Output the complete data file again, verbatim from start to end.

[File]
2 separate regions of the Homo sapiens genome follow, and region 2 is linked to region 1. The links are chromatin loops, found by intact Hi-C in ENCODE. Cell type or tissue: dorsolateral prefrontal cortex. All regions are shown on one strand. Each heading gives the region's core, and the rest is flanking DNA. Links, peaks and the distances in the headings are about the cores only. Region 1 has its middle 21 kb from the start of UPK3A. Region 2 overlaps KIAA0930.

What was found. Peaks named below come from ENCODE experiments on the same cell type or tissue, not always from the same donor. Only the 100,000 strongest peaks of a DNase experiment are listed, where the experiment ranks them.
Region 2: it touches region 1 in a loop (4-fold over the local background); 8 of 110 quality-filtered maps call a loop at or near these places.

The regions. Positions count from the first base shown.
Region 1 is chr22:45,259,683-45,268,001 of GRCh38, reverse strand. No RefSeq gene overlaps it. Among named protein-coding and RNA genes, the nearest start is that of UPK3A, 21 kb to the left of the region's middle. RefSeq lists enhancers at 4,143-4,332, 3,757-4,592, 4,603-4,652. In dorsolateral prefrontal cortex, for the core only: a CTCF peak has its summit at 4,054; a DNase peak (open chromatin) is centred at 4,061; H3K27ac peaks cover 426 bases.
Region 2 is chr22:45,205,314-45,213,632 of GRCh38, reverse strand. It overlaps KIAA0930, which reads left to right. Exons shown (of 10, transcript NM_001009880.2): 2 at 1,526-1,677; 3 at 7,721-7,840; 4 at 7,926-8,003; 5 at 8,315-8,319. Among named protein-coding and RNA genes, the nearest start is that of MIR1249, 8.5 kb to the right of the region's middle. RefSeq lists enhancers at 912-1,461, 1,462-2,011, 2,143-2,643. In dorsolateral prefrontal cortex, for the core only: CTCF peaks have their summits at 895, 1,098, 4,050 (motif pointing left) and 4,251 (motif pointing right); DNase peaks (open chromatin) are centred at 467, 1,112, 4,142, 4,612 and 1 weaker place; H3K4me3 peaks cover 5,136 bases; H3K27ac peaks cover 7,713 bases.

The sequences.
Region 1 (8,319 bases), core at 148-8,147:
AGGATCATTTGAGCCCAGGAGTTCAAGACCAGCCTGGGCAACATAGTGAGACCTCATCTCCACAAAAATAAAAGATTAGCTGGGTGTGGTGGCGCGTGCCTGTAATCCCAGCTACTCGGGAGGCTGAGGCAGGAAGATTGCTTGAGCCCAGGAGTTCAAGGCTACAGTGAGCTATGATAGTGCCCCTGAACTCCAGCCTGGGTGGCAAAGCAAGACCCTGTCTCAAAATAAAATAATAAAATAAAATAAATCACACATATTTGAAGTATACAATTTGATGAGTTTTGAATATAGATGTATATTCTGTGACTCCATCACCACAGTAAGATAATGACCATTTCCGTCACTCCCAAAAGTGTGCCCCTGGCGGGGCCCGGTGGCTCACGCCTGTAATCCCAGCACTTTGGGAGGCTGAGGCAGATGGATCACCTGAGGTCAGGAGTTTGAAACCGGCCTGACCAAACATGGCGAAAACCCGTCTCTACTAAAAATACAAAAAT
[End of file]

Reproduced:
2 separate regions of the Homo sapiens genome follow, and region 2 is linked to region 1. The links are chromatin loops, found by intact Hi-C in ENCODE. Cell type or tissue: dorsolateral prefrontal cortex. All regions are shown on one strand. Each heading gives the region's core, and the rest is flanking DNA. Links, peaks and the distances in the headings are about the cores only. Region 1 has its middle 21 kb from the start of UPK3A. Region 2 overlaps KIAA0930.

What was found. Peaks named below come from ENCODE experiments on the same cell type or tissue, not always from the same donor. Only the 100,000 strongest peaks of a DNase experiment are listed, where the experiment ranks them.
Region 2: it touches region 1 in a loop (4-fold over the local background); 8 of 110 quality-filtered maps call a loop at or near these places.

The regions. Positions count from the first base shown.
Region 1 is chr22:45,259,683-45,268,001 of GRCh38, reverse strand. No RefSeq gene overlaps it. Among named protein-coding and RNA genes, the nearest start is that of UPK3A, 21 kb to the left of the region's middle. RefSeq lists enhancers at 4,143-4,332, 3,757-4,592, 4,603-4,652. In dorsolateral prefrontal cortex, for the core only: a CTCF peak has its summit at 4,054; a DNase peak (open chromatin) is centred at 4,061; H3K27ac peaks cover 426 bases.
Region 2 is chr22:45,205,314-45,213,632 of GRCh38, reverse strand. It overlaps KIAA0930, which reads left to right. Exons shown (of 10, transcript NM_001009880.2): 2 at 1,526-1,677; 3 at 7,721-7,840; 4 at 7,926-8,003; 5 at 8,315-8,319. Among named protein-coding and RNA genes, the nearest start is that of MIR1249, 8.5 kb to the right of the region's middle. RefSeq lists enhancers at 912-1,461, 1,462-2,011, 2,143-2,643. In dorsolateral prefrontal cortex, for the core only: CTCF peaks have their summits at 895, 1,098, 4,050 (motif pointing left) and 4,251 (motif pointing right); DNase peaks (open chromatin) are centred at 467, 1,112, 4,142, 4,612 and 1 weaker place; H3K4me3 peaks cover 5,136 bases; H3K27ac peaks cover 7,713 bases.

The sequences.
Region 1 (8,319 bases), core at 148-8,147:
AGGATCATTTGAGCCCAGGAGTTCAAGACCAGCCTGGGCAACATAGTGAGACCTCATCTCCACAAAAATAAAAGATTAGCTGGGTGTGGTGGCGCGTGCCTGTAATCCCAGCTACTCGGGAGGCTGAGGCAGGAAGATTGCTTGAGCCCAGGAGTTCAAGGCTACAGTGAGCTATGATAGTGCCCCTGAACTCCAGCCTGGGTGGCAAAGCAAGACCCTGTCTCAAAATAAAATAATAAAATAAAATAAATCACACATATTTGAAGTATACAATTTGATGAGTTTTGAATATAGATGTATATTCTGTGACTCCATCACCACAGTAAGATAATGACCATTTCCGTCACTCCCAAAAGTGTGCCCCTGGCGGGGCCCGGTGGCTCACGCCTGTAATCCCAGCACTTTGGGAGGCTGAGGCAGATGGATCACCTGAGGTCAGGAGTTTGAAACCGGCCTGACCAAACATGGCGAAAACCCGTCTCTACTAAAAATACAAAAAT